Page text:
assemblies holds out a hope." Farras was put upon his trial, and defended himself ably. Louis added, " I, too, should have losses to enumerate, if, Two men, one of whom was the same Houdart who had amid the most important interests of the state, I could informed against him, deposed to the reality of the plot for dwell upon personal considerations; but I feel a compensathe assassination of La Fayette and Bailly, but they could tion that satisfies me, a full and entire compensation, in the bring no other evidence of these facts, and there appeared no increase of the national happiness; and this sentiment comes proof of the twelve hundred cavalry being in readiness, or from the very bottom of my heart. I will defend, therefore of the Swiss and Piedmontese army being in motion. La -I will uphold constitutional liberty, the principles which Fayette requested that the part of the charge respecting the public wish, in accordance with my own, has himself and Bailly might be left out of the trial, but the sanctioned. I will do more ; and, in concert with the court would not concede this. Favras demanded to know queen, who shares all my sentiments, I will early adapt the who was his original accuser : this, too, was refused. He heart and mind of my son to the new order of things which called his own witnesses, and the court refused to hear them, circumstances have brought about. I will accustom him, and Favras jastly denounced the court as no better than from his very first years, to seek happiness in the happiness the inquisition. In fact, the whole proceeding was most of the French, and ever to acknowledge that, in spite of the arbitrary and unjust. No clear proofs of his guilt were language of flatterers, a wise constitution will preserve him adduced, and Favras ought to have been acquitted ; but from the dangers of inexperience, and that a just liberty adds the populace had been exasperated at the acquittal of Besen- a new value to the sentiments of affection and loyalty, of val, and were furious for the execution of Favras. During the which the nation has for so many years given such touching whole trial, crowds surrounded the Chatelet, crying, “ A la proofs to its kings!” Linterne!" and menacing the judges if they did not condemn The manly sentiments of this speech were certainly folFavras; and it is but too apparent that the judges, fearing lowed by vehement applause, but, at the conclusion of this for their own lives, dared not to acquit him.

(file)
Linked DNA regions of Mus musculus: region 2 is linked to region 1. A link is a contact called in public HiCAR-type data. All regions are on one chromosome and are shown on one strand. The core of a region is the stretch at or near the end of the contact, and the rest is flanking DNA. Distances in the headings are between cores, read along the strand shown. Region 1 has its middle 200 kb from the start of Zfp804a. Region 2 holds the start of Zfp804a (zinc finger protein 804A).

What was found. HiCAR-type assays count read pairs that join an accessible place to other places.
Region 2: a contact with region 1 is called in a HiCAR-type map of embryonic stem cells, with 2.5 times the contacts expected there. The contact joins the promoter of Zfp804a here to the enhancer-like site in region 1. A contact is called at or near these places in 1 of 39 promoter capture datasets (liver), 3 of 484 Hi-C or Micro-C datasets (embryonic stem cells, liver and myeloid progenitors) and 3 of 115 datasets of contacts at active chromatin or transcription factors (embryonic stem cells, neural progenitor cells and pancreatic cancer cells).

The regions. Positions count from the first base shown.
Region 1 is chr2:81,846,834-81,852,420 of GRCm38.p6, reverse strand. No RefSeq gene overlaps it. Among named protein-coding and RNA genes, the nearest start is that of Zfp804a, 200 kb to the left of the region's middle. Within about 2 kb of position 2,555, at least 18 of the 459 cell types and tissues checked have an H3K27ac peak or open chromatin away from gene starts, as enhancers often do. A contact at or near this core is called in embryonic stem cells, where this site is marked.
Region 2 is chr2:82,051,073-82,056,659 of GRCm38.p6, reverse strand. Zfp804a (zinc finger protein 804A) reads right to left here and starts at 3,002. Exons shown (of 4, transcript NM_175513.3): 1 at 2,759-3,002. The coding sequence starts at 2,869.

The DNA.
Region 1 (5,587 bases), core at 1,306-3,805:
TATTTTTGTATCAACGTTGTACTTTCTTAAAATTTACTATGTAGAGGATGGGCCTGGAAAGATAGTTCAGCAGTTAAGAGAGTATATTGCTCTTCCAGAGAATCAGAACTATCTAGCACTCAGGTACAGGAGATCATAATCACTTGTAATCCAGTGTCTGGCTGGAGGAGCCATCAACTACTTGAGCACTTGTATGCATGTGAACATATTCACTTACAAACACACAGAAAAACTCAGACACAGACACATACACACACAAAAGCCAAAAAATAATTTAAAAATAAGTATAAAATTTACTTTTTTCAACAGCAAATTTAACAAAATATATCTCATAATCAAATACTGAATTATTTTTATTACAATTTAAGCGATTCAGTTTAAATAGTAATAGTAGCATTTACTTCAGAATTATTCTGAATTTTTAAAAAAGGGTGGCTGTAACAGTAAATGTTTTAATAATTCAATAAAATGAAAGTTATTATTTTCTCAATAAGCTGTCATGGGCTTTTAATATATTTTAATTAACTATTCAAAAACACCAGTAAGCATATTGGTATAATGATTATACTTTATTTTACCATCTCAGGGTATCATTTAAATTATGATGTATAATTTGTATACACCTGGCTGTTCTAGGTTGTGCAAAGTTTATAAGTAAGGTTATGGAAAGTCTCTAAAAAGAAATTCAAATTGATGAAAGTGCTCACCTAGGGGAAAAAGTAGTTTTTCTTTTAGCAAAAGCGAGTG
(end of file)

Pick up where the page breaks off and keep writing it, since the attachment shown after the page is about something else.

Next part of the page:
promise on behalf of the queen and the dauphin, the whole In the midst of the trial, the king suddenly appeared in assembly burst forth in thunders of acclamation, all hands the national assembly. The statements of the witnesses on were stretched towards the king, and there were loud cries the trial had again roused the suspicions of the public as to for the qneen and the royal infant. Louis concluded by